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Bray rail tunnel 'risks collapse in 15 years unless erosion is tackled'

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Coastal erosion is a threat on the Bray-Greystones railway line

Coastal erosion is a threat on the Bray-Greystones railway line

Coastal erosion is a threat on the Bray-Greystones railway line

Coastal erosion could put the future of the existing tunnel on the railway line between Bray and Greystones in doubt by 2035 unless urgent action is taken, an internal report by Iarnrod Eireann has warned.

The company says investment in excess of €100m will be required to implement measures to safeguard key sections of the Dublin-Rosslare line, including the Bray Head tunnel.

An internal report on the issue of coastal erosion said: "Drastic consequences will result if action is not taken immediately. Urgent strategy planning is required with rapid intervention of solution measures essential."

The Iarnrod Eireann board was informed last October that the tunnel now only has a life expectancy of 15 more years in a 'do-nothing' scenario.

The Bray Head tunnel, also known as No 4 tunnel, is the longest in a series of tunnels on the single-track line between Bray and Greystones, at just under one kilometre.

The tunnel itself was constructed in 1917 as a result of the need to move the track inland due to coastal erosion.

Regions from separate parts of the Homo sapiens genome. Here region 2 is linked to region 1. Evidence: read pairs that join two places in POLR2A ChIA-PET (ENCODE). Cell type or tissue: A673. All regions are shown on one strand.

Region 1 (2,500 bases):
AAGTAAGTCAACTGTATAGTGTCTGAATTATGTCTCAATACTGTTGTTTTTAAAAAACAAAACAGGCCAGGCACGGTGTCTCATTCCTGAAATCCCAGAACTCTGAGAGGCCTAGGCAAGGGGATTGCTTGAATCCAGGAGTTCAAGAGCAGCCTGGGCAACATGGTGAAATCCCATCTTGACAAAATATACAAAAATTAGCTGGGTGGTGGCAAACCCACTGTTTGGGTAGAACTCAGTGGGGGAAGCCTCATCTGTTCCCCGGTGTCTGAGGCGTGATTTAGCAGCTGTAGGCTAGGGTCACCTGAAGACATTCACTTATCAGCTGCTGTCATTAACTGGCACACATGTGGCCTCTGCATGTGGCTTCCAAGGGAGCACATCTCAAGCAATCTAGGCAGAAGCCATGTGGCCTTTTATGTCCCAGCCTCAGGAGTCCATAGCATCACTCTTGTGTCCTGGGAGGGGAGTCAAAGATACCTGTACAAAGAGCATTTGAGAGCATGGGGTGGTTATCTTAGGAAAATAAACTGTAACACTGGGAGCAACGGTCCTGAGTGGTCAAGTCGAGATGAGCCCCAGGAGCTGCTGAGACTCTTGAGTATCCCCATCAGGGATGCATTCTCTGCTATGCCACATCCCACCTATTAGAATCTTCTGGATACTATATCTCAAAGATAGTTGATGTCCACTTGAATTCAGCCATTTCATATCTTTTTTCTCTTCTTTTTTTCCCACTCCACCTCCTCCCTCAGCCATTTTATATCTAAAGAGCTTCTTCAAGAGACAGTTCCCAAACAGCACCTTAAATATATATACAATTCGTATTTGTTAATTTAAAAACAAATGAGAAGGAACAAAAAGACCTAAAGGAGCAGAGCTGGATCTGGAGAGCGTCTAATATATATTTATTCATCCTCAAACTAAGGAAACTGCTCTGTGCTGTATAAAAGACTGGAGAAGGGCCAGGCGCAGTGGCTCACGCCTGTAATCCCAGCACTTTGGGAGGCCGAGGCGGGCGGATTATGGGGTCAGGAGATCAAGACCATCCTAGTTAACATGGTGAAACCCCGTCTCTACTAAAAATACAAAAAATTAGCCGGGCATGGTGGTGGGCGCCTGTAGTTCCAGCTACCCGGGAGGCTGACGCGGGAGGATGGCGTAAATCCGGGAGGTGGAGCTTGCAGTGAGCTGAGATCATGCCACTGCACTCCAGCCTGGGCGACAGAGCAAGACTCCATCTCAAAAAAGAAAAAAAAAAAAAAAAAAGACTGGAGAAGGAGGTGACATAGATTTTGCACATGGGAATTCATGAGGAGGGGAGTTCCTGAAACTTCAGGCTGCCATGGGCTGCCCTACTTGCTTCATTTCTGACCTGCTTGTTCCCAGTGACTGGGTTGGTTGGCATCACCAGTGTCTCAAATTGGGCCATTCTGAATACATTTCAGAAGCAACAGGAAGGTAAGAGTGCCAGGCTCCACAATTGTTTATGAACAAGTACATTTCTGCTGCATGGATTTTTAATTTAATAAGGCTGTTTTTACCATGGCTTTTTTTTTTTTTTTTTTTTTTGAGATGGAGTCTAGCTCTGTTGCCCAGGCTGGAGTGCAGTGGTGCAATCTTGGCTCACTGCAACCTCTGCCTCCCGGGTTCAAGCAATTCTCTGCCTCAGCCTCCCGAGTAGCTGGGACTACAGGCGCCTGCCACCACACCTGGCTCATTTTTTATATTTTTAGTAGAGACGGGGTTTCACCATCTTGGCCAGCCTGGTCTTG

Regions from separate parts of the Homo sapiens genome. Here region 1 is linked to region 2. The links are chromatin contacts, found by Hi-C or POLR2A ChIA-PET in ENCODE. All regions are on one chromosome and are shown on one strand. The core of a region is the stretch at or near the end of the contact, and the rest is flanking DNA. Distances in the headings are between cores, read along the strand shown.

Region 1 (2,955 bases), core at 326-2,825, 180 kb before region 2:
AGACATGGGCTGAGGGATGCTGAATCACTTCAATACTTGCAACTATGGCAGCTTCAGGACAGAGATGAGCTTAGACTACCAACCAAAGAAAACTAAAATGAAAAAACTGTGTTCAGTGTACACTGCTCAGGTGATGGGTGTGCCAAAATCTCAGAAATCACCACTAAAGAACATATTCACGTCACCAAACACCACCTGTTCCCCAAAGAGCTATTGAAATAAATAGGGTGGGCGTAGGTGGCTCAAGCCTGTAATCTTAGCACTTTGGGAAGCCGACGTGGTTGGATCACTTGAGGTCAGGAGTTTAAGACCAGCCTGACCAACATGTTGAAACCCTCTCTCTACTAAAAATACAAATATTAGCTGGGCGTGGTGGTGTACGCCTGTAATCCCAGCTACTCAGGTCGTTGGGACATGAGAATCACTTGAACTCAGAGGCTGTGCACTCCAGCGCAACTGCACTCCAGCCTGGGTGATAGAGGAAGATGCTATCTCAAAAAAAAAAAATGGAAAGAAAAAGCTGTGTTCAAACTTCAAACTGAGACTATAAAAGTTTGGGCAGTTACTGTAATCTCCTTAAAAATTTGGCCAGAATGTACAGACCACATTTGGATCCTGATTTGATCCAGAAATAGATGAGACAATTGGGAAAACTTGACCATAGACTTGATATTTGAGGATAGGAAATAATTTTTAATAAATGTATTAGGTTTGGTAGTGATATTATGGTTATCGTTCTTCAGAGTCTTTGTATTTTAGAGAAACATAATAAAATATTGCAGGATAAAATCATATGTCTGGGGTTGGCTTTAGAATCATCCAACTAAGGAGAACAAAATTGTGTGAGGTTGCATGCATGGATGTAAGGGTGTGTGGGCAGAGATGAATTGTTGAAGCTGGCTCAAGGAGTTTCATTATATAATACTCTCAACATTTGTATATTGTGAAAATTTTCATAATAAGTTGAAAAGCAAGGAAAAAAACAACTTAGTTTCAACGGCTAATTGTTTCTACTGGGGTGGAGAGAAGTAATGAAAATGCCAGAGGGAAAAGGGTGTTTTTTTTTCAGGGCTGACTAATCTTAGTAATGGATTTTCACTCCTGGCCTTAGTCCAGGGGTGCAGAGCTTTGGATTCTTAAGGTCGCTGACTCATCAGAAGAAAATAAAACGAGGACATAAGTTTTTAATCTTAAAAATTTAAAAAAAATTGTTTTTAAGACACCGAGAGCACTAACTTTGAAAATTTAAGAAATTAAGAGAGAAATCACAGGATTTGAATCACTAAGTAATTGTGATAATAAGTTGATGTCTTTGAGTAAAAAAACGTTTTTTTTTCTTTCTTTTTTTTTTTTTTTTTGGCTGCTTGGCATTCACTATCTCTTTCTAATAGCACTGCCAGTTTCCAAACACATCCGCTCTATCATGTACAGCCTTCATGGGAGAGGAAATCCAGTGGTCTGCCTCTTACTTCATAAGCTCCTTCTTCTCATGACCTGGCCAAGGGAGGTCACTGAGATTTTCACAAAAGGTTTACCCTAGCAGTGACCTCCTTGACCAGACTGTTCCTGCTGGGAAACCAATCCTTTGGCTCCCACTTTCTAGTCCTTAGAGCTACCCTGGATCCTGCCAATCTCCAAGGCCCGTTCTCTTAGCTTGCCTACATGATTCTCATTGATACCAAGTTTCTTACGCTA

The report said the Dublin-Rosslare line had two key vulnerable sections, including a 60km stretch between Dublin and Wicklow. The other is a 17km section between Wexford and Rosslare Europort.

It warned that the frequency of bridge collapses, the washing away of embankments and seawater spilling on to sections of track have been increasing and will continue to do so in the years ahead due to higher waves and more frequent storms.

Iarnrod Eireann chartered engineer Aidan Bermingham said there were more instances of such events in the past 20 years than in the previous 100.

Based on coastal erosion forecasts by the OPW, Mr Bermingham said the main tunnel, which is around 45 metres from the sea, would be lost by 2050.

An Iarnrod Eireann spokesperson said a large number of ways of protecting the Bray Head Tunnel were under consideration but moving it was "the last option".

The options include the construction of a man-made offshore island to dissipate the energy of the sea and a breakwater or "beach nourishment", which involves adding sand to the coastline.

Folly

It is understood the company hopes to apply for planning permission for any remedial action required in early 2021.

The Bray-Greystones route, which first opened in 1855, included tunnels and viaducts designed by British engineer Isambard Kingdom Brunel.

However, coastal erosion over the decades meant the line had to be moved inland on a number of occasions, including the requirement for construction of several new tunnels.

The high maintenance costs due to rockfalls, landslides and erosion eliminated all the original viaducts and cliff sections, which led to it becoming known as 'Brunel's Folly'.